By Reuters | Updated: 1 January 2021
Tencent’s online game offerings have been removed from Huawei’s app store since the two companies failed to reach an agreement on revenue sharing, Tencent and a source said on Friday.
“Due to the failure of Huawei’s mobile game platform to renew its contract with our Mobile Game Promotion Project Agreement as scheduled, relevant products of Tencent Games were suddenly removed from the shelves early this morning,” Tencent said in a statement.
“At present, active communication is being made to try to resume as soon as possible,” it said.
Tencent sells some of the top-ranked online games worldwide, while Huawei has a 41.4 percent share of the China mobile phone market and 14.9 percent of the global market, according to data from market research firms IDC and Canalys.
A source said the games were removed because the companies could not agree on a revenue sharing deal for the app store sales. Huawei insists on receiving a 50 percent cut, the source said.
Huawei did not immediately respond to a request seeking comment. Tencent did not immediately respond to a request seeking comment on whether the firms had disagreed about revenue sharing.
There was already some resistance from games developers to Huawei’s revenue demands. This included Shanghai-based developer Mihoyo, which last year decided not to place its hit game “Genshin Impact” on Huawei’s app store because it did not agree with the commission structure for sales.
© Thomson Reuters 2020
Among Us Coming to PlayStation, Xbox in December; Will Also Be Featured on Xbox Game Pass Alongside
By ANI | Updated: 22 October 2021
The popular social deduction game, Among Us’, is arriving on Xbox and PlayStation on December 14. It will also launch on Xbox Game Pass on the same day and be available on Xbox One, Xbox Series S / X, PS4, and PS5 consoles.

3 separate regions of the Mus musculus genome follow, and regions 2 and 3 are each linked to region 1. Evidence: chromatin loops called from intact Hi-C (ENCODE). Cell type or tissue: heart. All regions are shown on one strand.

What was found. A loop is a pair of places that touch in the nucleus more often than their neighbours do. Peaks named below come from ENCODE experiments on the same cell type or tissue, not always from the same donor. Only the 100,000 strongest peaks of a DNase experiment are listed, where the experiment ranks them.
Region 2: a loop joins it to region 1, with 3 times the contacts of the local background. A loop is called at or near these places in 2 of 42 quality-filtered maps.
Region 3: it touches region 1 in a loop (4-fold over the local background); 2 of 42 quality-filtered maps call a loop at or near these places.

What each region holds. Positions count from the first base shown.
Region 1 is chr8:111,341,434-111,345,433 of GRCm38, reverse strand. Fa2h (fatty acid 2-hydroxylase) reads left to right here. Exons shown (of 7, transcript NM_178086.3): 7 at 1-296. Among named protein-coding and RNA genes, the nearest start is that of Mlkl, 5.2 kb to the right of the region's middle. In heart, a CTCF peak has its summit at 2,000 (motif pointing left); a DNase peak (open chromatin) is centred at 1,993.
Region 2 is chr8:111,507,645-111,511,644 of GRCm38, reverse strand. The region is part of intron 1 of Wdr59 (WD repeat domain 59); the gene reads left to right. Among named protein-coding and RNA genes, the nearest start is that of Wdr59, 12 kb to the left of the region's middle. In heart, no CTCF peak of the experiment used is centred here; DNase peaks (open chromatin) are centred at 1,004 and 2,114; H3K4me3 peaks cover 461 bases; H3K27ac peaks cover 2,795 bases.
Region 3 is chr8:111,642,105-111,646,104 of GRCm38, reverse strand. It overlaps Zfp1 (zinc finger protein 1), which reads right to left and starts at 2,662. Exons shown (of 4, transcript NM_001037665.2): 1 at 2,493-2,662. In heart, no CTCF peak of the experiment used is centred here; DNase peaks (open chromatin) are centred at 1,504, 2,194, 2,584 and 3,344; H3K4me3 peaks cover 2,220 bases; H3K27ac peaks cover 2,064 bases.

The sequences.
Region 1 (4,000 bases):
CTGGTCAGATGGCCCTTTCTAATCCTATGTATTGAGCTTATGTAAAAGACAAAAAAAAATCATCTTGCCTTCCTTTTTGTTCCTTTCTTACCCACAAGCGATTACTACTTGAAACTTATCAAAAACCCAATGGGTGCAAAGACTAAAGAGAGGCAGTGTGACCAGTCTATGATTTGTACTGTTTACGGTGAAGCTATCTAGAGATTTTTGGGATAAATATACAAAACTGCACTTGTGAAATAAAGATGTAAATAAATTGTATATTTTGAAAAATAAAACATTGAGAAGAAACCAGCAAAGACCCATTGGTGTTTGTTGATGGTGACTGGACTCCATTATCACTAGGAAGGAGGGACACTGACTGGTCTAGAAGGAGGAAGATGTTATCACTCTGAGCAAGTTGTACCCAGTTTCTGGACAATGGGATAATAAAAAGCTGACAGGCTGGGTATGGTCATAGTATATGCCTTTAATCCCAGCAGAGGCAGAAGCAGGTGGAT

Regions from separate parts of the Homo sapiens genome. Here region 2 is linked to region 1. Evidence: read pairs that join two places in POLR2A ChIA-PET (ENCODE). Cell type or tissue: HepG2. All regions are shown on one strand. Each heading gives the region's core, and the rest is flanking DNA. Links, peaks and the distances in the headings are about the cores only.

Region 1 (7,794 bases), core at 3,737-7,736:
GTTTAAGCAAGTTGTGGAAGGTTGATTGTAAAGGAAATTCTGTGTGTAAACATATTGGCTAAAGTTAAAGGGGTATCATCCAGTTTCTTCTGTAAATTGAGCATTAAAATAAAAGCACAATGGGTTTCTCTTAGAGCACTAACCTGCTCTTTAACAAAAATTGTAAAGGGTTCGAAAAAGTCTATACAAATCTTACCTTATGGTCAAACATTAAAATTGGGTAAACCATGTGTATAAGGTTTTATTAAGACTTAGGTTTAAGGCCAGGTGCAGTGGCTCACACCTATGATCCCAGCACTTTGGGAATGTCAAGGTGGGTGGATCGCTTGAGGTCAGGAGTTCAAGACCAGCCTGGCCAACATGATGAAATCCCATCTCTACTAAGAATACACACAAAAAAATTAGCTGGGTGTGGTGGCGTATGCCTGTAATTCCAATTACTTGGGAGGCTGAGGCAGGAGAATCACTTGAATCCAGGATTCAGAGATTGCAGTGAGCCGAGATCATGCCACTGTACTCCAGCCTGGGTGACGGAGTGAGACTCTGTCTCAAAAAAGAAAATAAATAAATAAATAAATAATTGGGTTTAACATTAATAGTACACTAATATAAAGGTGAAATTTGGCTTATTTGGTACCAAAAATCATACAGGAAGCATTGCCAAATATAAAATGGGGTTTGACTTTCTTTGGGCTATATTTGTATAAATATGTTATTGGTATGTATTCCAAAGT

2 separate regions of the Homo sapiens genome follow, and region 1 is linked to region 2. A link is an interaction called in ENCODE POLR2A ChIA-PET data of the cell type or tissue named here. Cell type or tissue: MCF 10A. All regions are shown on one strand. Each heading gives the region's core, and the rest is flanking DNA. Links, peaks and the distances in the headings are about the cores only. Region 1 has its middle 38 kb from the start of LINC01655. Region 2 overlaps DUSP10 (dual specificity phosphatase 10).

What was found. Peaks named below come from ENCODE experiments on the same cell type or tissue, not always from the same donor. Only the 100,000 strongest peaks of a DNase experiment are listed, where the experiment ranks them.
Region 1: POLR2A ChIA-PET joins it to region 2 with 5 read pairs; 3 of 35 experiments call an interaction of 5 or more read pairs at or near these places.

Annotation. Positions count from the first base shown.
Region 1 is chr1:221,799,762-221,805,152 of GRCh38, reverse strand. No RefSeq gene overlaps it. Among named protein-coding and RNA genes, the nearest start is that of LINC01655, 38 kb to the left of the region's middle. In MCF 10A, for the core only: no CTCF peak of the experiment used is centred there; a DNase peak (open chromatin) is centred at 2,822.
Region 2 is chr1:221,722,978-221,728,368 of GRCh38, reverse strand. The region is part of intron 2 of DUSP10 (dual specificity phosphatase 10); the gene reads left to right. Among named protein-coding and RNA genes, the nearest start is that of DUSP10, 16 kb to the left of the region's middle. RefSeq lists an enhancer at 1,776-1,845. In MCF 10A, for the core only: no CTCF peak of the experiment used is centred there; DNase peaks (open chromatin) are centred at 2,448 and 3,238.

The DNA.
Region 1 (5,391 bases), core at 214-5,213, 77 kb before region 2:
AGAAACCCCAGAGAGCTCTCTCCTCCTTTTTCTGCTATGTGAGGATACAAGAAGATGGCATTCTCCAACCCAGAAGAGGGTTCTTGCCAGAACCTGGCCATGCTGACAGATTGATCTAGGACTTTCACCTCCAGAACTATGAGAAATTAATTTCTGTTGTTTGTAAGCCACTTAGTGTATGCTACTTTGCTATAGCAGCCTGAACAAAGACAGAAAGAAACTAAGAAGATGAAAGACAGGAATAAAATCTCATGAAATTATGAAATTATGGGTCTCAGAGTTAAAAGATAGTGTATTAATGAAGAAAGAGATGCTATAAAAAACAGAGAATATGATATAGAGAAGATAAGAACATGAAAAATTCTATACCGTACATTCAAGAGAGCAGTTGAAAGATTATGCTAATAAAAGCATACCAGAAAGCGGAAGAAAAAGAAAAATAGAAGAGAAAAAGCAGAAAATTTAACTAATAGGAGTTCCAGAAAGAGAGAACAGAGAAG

According to The Verge, this announcement comes months after Sony confirmed Among Us was coming to its PlayStation consoles this year. Just like on other platforms, the game will support crossplay and online multiplayer across mobile, PC, and now consoles.
The only difference between the two console versions is PlayStation players will get access to exclusive Ratchet and Clank-themed cosmetics. There”s a skin and hat to make your character look like Ratchet and a pet that looks like Clank.
Among Us was a huge hit during the early stages of the pandemic, becoming 2020’s most downloaded mobile game. Innersloth has been gradually improving the game over the past year, revealing plans to add a hide and seek mode, visor cosmetics, and a fifth map earlier this year.
As per The Verge, physical editions of the game will also be arriving in Europe on December 14, with a US release due in January.
Netflix Acquires Night School Studio That Created Oxenfree, Rolls Out New Mobile Games
By Reuters | Updated: 29 September 2021
Netflix has bought video game creator Night School Studio and rolled out five mobile gaming titles in select European markets, the company said on Tuesday, as it looks to diversify revenue sources amid intensifying competition in the streaming space.
Night School Studio, the company’s first gaming studio purchase, is best known for its debut game, Oxenfree, a supernatural teen thriller with an eerie soundtrack.
“Netflix gives film, TV, and now game makers an unprecedented canvas to create and deliver excellent entertainment to millions of people,” Night School Studio said in a statement. “Our explorations in narrative gameplay and Netflix’s track record of supporting diverse storytellers was such a natural pairing.”
The studio’s games, which are available on Sony’s PlayStation, Microsoft’s Xbox, Nintendo Switch and PCs, will be the first non-mobile titles in the streaming giant’s newly created video game portfolio.
“Like our shows and films, these games will all be included as part of your Netflix membership — all with no advertisements and no in-app purchases,” Netflix said while announcing the aquisition.
Netflix had mentioned its plans to enter gaming during its last quarterly earnings, as newer players including Disney+ and HBO Max have been rapidly gaining subscribers, intensifying competition in the streaming landscape.
The company earlier in the day said it had introduced Stranger Things: 1984, Stranger Things 3: The Game, Card Blast, Teeter Up, and Shooting Hoops titles on Android to Netflix members in Spain and Italy.